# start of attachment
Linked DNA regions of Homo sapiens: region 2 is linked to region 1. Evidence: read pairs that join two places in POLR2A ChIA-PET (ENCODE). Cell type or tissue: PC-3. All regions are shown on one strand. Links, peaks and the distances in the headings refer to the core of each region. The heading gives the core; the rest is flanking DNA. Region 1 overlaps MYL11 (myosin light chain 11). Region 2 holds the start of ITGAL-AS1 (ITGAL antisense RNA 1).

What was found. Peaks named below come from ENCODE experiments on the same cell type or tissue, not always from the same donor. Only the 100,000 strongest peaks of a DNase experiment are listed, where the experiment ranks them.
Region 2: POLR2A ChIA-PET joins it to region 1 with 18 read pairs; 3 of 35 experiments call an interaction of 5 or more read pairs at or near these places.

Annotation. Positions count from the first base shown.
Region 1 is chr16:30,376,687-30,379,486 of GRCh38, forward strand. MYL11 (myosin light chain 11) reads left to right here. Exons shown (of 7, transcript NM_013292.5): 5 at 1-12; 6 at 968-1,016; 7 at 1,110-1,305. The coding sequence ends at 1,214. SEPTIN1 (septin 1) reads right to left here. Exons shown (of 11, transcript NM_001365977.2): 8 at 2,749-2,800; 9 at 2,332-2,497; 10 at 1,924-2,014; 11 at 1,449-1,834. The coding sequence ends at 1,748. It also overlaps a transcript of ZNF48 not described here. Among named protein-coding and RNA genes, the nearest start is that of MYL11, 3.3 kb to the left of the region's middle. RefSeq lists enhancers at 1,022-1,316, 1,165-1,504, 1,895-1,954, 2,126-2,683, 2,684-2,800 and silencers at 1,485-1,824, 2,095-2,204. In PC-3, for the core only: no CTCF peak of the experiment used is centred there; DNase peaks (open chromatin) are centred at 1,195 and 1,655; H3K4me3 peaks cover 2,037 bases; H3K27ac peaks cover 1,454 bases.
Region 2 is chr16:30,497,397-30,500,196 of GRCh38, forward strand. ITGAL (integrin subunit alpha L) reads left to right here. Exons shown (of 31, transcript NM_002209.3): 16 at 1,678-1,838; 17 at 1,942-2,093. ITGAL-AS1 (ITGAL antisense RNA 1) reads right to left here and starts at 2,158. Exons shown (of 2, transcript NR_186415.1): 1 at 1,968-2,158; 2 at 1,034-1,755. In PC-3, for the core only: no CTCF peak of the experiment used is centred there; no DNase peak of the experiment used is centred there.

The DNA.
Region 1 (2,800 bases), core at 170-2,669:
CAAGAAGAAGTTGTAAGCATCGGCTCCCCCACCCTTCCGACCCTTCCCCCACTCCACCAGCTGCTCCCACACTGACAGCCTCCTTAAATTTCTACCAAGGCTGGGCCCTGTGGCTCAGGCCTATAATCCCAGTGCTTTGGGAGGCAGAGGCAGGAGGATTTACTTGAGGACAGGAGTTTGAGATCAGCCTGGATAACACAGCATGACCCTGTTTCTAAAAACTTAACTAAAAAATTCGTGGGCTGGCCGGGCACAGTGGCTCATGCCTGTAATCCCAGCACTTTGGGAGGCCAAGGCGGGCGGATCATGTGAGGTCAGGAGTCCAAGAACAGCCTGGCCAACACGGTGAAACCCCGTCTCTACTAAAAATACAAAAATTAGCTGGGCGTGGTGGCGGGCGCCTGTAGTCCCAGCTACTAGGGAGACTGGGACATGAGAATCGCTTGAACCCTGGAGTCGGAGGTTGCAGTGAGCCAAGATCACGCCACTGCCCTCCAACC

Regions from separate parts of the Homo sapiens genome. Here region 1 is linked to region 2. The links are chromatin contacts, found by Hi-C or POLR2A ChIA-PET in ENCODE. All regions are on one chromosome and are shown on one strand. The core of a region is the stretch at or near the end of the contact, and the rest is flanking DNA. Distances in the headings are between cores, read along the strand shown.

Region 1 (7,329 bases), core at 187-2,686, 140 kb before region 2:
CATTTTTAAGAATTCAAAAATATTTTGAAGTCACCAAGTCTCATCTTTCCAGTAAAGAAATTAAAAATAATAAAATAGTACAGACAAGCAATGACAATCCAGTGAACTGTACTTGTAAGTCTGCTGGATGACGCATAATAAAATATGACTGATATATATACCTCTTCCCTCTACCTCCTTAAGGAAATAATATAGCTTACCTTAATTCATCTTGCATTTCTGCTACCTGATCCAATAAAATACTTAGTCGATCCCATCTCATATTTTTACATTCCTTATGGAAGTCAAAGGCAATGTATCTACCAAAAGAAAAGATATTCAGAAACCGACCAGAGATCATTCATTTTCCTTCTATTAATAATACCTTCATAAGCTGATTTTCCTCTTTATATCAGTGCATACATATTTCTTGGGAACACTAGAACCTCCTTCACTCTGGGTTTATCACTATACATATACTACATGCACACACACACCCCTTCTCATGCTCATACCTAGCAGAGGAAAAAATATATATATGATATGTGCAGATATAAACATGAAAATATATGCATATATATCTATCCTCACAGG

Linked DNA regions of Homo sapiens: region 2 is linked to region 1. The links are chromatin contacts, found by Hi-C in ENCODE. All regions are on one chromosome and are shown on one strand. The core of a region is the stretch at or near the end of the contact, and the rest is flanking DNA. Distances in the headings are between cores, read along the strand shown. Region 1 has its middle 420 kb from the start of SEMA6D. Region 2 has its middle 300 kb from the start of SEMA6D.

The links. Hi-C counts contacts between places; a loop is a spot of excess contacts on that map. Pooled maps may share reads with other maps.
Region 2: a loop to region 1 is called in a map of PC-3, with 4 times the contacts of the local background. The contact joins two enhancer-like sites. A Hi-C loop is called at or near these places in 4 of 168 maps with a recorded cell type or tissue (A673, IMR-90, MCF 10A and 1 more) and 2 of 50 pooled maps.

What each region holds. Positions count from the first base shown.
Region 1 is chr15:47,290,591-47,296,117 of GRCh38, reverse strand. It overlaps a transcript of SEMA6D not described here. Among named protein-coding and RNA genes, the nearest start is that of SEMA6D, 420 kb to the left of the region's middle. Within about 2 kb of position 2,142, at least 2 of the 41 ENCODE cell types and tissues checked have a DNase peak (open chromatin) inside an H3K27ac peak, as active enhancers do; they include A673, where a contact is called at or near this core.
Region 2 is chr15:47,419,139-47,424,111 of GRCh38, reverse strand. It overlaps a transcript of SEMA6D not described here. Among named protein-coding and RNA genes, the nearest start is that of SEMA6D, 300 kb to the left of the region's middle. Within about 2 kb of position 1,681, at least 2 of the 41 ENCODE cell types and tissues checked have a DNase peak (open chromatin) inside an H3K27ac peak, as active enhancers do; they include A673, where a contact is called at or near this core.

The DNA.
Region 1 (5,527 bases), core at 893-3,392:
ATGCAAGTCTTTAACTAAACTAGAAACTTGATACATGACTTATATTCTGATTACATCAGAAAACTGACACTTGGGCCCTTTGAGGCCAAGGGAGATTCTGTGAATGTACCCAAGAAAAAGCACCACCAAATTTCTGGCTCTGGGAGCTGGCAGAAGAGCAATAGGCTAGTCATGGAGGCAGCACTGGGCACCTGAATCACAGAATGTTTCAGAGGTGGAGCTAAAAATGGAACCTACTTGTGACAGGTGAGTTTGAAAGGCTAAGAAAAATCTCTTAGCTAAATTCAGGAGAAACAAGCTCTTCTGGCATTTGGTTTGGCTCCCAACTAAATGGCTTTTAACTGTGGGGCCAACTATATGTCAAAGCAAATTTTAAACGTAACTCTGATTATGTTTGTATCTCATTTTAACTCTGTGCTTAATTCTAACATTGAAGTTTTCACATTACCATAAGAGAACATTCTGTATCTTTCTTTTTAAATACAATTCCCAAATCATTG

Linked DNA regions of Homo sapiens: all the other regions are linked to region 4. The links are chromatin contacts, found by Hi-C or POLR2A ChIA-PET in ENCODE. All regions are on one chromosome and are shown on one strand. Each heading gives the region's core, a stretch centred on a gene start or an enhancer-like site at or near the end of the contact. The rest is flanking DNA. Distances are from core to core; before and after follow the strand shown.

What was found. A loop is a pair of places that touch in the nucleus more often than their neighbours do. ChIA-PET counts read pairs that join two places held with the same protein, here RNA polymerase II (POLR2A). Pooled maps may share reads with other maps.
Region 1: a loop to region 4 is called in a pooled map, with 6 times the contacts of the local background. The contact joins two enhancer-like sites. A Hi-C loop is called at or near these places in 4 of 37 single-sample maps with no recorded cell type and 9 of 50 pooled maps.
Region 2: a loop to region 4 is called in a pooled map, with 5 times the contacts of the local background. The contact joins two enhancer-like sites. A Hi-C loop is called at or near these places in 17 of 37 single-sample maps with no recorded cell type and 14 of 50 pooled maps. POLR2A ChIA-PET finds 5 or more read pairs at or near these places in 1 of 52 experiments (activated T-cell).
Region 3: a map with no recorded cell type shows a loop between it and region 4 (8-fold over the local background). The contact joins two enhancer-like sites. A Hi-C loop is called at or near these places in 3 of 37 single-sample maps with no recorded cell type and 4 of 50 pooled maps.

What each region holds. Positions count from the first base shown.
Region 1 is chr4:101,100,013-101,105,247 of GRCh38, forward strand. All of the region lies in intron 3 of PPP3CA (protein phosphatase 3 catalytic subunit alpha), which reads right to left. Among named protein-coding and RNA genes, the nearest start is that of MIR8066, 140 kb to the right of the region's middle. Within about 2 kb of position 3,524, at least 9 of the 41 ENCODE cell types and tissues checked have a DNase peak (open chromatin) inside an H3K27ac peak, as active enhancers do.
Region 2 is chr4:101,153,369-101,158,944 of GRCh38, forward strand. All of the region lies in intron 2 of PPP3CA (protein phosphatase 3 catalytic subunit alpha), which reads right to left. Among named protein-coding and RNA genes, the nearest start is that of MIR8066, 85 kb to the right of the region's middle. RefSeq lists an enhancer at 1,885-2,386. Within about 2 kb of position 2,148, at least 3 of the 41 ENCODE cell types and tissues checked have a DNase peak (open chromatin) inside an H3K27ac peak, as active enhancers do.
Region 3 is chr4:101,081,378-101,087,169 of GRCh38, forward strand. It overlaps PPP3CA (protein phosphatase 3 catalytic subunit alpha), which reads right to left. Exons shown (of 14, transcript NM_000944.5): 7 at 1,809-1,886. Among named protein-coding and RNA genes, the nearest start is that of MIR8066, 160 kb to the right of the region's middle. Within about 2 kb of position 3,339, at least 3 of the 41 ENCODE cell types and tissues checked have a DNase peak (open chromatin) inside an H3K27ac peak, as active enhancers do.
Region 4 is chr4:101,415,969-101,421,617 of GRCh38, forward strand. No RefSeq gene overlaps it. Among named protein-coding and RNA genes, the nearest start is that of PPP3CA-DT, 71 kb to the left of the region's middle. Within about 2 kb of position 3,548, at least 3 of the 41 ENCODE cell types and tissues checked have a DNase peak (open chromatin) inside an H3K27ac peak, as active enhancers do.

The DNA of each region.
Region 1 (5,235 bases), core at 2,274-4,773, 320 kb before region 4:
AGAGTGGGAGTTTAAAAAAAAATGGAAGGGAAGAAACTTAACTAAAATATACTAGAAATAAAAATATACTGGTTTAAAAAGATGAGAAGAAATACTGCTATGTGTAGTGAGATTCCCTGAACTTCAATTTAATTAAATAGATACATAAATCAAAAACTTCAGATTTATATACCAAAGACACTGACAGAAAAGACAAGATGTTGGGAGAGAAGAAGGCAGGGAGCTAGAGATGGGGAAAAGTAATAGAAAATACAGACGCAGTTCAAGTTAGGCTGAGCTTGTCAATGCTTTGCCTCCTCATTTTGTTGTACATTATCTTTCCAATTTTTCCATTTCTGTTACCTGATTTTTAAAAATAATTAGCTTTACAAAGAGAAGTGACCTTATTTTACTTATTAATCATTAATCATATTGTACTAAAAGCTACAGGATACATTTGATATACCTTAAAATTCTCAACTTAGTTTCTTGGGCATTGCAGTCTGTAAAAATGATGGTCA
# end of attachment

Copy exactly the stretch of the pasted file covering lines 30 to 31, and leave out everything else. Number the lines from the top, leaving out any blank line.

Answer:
Region 3 is chr4:101,081,378-101,087,169 of GRCh38, forward strand. It overlaps PPP3CA (protein phosphatase 3 catalytic subunit alpha), which reads right to left. Exons shown (of 14, transcript NM_000944.5): 7 at 1,809-1,886. Among named protein-coding and RNA genes, the nearest start is that of MIR8066, 160 kb to the right of the region's middle. Within about 2 kb of position 3,339, at least 3 of the 41 ENCODE cell types and tissues checked have a DNase peak (open chromatin) inside an H3K27ac peak, as active enhancers do.
Region 4 is chr4:101,415,969-101,421,617 of GRCh38, forward strand. No RefSeq gene overlaps it. Among named protein-coding and RNA genes, the nearest start is that of PPP3CA-DT, 71 kb to the left of the region's middle. Within about 2 kb of position 3,548, at least 3 of the 41 ENCODE cell types and tissues checked have a DNase peak (open chromatin) inside an H3K27ac peak, as active enhancers do.